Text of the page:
Reply
  88. I saw “The Young Victoria” recently–it was part of the in-flight entertainment on a trans-atlantic trip to Amsterdam via London. I enjoyed the movie very much, and yes, there were several scenes which showed Victoria being led up and down staircases by various attendants. Glad you noted the fact that it was because so many of Victoria’s descendants married into the royal houses of Europe that hemophilia became known as the “royal” disease. Robert Massie’s excellent biography of the last czar of Russia and his wife “Nicholas and Alexandra” goes into the ramifications of hemophilia in the Romanov house and how it affected the rise of communism in Russia. Fascinating information about Princess Charlotte–another “what-if” of history had she survived!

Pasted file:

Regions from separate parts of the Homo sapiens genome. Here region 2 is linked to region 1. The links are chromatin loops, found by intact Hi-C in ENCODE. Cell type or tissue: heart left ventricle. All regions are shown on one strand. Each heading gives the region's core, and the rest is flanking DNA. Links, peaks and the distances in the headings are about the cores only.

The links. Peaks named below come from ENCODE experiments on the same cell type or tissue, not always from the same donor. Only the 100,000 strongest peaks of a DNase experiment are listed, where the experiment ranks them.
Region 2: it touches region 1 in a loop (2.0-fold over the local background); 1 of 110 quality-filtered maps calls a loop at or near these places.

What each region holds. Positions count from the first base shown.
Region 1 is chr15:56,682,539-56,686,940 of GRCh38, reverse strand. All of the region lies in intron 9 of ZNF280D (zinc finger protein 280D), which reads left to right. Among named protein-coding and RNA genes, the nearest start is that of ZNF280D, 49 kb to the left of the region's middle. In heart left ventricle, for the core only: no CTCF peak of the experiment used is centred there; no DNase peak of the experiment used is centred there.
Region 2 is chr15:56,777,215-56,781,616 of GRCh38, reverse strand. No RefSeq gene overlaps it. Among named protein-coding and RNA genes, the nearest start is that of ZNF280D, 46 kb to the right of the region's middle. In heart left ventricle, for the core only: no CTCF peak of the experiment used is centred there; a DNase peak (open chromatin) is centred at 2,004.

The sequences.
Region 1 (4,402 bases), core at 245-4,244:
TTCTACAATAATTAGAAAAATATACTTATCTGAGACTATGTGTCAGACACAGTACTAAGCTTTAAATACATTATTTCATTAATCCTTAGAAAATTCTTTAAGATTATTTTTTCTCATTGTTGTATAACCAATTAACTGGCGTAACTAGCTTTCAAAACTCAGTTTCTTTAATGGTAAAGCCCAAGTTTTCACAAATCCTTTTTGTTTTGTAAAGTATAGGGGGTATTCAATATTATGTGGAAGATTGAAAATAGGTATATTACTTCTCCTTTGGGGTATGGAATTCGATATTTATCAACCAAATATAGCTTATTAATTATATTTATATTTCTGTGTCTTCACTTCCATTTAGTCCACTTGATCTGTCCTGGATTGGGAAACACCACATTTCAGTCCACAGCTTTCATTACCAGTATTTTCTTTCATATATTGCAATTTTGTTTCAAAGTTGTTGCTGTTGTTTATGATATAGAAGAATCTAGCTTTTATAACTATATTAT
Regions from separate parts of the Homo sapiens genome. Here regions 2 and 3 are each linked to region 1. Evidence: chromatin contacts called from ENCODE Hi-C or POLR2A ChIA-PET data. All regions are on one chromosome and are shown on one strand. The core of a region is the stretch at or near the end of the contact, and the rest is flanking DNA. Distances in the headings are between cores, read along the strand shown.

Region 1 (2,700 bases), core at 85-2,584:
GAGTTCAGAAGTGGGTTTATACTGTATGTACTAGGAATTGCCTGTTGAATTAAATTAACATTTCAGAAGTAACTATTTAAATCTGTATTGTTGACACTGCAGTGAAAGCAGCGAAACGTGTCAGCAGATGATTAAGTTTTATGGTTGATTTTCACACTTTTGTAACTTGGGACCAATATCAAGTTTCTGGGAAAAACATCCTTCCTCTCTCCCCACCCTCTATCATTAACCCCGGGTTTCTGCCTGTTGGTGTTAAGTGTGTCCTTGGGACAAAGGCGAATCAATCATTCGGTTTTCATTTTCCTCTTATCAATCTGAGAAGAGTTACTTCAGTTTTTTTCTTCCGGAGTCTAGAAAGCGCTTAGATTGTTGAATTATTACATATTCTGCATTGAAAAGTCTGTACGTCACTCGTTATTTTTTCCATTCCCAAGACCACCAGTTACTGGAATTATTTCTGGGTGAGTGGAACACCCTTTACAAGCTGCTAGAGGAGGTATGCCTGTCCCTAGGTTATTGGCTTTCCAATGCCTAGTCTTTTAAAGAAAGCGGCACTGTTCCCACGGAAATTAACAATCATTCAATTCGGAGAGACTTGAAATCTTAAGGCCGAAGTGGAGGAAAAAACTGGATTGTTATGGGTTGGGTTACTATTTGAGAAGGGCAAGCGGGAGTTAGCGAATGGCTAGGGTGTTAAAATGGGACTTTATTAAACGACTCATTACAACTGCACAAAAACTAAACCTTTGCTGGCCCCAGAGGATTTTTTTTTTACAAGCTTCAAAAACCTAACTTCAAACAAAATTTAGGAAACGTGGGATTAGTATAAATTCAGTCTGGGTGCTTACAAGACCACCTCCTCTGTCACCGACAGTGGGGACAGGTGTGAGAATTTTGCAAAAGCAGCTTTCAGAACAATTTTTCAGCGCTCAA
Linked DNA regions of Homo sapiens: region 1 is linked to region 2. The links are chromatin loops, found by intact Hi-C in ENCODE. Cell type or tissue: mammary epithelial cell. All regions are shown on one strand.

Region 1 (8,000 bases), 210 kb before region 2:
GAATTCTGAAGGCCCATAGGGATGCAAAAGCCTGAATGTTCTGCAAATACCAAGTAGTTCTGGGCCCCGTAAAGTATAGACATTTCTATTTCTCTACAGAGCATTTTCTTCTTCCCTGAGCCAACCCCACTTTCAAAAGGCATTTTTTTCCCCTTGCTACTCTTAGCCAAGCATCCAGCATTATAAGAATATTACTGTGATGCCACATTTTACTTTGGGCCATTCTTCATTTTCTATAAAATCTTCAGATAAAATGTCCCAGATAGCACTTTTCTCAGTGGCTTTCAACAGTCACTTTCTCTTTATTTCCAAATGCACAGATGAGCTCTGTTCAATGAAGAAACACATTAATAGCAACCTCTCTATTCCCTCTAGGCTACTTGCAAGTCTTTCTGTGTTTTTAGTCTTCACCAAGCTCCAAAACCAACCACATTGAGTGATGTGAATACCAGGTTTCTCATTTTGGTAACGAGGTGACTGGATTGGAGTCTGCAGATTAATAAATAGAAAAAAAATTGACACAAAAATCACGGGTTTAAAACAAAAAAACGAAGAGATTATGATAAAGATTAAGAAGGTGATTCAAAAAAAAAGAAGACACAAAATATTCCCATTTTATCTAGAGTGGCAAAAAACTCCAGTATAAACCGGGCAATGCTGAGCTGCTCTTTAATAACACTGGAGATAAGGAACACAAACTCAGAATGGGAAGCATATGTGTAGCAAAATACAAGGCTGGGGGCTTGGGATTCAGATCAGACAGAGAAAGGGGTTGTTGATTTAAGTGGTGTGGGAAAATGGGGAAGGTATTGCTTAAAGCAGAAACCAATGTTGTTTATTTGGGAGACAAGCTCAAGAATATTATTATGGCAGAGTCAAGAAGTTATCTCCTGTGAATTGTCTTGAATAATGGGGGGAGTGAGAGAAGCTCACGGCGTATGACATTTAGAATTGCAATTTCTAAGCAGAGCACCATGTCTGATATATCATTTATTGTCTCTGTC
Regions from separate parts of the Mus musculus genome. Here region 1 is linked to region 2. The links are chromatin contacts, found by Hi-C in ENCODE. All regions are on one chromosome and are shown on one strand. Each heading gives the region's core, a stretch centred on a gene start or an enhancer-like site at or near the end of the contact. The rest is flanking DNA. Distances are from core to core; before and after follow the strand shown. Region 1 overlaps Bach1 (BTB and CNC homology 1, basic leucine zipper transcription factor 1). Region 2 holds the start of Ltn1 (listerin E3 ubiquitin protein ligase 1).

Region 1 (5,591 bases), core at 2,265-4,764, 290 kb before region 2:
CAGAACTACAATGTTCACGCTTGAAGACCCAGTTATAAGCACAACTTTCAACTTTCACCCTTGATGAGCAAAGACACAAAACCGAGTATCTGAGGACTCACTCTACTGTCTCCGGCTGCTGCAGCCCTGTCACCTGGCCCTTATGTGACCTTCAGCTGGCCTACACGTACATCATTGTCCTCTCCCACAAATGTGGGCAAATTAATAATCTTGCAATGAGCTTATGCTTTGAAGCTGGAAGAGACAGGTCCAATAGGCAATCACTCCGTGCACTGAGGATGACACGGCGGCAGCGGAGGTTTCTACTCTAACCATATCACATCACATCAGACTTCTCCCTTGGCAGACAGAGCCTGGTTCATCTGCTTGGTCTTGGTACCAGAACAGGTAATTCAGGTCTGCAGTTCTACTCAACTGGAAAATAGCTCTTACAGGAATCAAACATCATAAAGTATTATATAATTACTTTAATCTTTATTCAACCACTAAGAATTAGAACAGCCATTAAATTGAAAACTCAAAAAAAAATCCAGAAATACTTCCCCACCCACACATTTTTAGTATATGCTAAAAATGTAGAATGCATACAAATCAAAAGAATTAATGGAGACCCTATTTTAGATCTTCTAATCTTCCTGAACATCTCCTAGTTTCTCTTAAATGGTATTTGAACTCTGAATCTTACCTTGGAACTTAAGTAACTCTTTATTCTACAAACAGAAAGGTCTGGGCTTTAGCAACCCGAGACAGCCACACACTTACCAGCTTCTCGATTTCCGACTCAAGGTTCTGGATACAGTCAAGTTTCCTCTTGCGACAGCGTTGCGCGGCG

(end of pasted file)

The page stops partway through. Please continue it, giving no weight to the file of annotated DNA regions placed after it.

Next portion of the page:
Reply
  89. I saw “The Young Victoria” recently–it was part of the in-flight entertainment on a trans-atlantic trip to Amsterdam via London. I enjoyed the movie very much, and yes, there were several scenes which showed Victoria being led up and down staircases by various attendants. Glad you noted the fact that it was because so many of Victoria’s descendants married into the royal houses of Europe that hemophilia became known as the “royal” disease. Robert Massie’s excellent biography of the last czar of Russia and his wife “Nicholas and Alexandra” goes into the ramifications of hemophilia in the Romanov house and how it affected the rise of communism in Russia. Fascinating information about Princess Charlotte–another “what-if” of history had she survived!

    Reply